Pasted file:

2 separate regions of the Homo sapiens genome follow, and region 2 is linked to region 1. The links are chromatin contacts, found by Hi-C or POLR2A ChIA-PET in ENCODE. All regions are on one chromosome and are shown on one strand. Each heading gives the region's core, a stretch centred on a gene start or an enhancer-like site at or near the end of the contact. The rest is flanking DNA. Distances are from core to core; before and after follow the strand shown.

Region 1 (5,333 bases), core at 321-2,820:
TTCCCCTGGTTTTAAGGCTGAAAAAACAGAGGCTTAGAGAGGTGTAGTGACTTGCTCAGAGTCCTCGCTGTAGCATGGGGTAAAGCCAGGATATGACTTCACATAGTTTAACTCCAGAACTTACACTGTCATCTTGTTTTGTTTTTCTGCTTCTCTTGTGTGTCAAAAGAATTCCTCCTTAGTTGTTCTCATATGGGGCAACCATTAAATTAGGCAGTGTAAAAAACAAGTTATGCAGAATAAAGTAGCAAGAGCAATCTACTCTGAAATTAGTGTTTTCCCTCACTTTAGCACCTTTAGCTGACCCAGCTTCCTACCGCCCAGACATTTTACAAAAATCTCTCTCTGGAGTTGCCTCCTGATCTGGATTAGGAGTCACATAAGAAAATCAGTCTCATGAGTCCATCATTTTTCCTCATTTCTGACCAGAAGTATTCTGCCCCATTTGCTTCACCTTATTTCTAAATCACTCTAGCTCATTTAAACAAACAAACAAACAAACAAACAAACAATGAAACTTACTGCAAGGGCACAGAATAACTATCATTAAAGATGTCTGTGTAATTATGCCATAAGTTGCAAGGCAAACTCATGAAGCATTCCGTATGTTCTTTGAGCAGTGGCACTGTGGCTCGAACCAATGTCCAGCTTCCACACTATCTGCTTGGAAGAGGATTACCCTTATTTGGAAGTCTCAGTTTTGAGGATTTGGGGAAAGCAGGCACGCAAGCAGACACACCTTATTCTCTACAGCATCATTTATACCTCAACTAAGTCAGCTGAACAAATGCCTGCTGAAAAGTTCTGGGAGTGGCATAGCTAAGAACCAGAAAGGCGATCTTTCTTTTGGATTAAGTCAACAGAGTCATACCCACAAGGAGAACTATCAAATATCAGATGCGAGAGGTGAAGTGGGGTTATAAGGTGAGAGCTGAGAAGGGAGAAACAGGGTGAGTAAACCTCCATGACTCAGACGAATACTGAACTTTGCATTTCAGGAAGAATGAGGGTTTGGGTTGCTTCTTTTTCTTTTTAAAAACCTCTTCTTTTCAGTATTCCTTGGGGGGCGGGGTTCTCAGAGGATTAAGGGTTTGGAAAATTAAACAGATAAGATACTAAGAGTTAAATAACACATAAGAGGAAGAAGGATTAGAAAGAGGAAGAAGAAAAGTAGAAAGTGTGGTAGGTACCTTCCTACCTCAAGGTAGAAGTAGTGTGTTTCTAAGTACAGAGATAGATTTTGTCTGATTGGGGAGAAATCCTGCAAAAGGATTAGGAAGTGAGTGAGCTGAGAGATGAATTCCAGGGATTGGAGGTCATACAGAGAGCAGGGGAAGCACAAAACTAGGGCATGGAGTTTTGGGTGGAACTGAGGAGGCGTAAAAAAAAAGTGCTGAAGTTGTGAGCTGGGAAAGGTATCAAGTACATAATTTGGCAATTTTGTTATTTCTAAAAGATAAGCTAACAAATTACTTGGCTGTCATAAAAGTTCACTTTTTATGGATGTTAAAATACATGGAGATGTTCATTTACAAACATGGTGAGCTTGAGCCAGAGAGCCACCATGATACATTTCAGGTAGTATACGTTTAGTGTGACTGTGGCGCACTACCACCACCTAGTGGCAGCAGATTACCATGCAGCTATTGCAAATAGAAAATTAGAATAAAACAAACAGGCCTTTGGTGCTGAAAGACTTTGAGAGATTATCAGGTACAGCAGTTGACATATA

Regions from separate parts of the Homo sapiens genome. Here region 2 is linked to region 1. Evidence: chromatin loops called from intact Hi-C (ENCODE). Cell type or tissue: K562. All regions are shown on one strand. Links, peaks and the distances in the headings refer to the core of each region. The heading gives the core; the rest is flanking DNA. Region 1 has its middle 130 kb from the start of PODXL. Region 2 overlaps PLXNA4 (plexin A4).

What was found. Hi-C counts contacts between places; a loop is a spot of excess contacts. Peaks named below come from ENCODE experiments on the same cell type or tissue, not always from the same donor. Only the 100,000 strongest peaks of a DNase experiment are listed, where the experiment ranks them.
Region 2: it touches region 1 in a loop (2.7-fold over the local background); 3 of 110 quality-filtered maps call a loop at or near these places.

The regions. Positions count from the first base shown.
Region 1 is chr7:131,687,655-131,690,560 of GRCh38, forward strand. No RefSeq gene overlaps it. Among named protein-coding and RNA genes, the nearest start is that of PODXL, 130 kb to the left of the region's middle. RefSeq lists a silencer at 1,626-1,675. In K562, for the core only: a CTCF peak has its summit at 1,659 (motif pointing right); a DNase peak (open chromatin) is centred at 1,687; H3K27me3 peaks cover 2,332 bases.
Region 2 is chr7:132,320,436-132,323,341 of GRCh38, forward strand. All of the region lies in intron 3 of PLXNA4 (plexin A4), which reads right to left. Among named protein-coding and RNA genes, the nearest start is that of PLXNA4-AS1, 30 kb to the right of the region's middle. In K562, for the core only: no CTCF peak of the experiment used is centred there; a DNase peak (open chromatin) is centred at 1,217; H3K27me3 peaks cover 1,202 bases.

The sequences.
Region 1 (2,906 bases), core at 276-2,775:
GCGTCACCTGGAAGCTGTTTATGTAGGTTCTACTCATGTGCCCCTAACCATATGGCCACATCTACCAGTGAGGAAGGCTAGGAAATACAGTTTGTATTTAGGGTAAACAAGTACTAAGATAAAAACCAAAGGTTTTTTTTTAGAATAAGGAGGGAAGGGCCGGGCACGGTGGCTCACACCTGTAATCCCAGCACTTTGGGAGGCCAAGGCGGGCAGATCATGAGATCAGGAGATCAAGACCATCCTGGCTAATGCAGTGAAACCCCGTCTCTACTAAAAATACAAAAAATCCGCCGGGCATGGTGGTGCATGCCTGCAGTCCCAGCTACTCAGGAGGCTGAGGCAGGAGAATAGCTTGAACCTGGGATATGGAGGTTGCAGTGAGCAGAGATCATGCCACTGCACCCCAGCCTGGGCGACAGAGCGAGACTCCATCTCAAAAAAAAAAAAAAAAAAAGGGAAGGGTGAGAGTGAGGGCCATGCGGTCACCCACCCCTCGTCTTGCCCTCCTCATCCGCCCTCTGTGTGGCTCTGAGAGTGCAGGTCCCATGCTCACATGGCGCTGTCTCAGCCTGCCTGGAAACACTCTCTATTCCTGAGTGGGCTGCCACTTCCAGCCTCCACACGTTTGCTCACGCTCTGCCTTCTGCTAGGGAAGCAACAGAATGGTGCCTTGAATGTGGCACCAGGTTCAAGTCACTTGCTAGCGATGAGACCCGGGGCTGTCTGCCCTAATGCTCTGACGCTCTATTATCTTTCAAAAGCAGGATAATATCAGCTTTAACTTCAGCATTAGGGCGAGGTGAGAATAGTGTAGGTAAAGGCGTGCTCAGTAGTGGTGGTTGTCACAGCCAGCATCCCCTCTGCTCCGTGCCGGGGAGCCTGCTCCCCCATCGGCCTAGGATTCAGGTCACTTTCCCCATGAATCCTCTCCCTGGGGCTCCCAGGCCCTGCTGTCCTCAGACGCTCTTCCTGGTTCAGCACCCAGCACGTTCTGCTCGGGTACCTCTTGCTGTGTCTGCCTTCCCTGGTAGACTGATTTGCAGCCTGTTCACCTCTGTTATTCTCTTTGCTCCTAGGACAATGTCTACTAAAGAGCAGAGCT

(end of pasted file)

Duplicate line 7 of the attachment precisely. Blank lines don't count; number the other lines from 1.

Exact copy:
The regions. Positions count from the first base shown.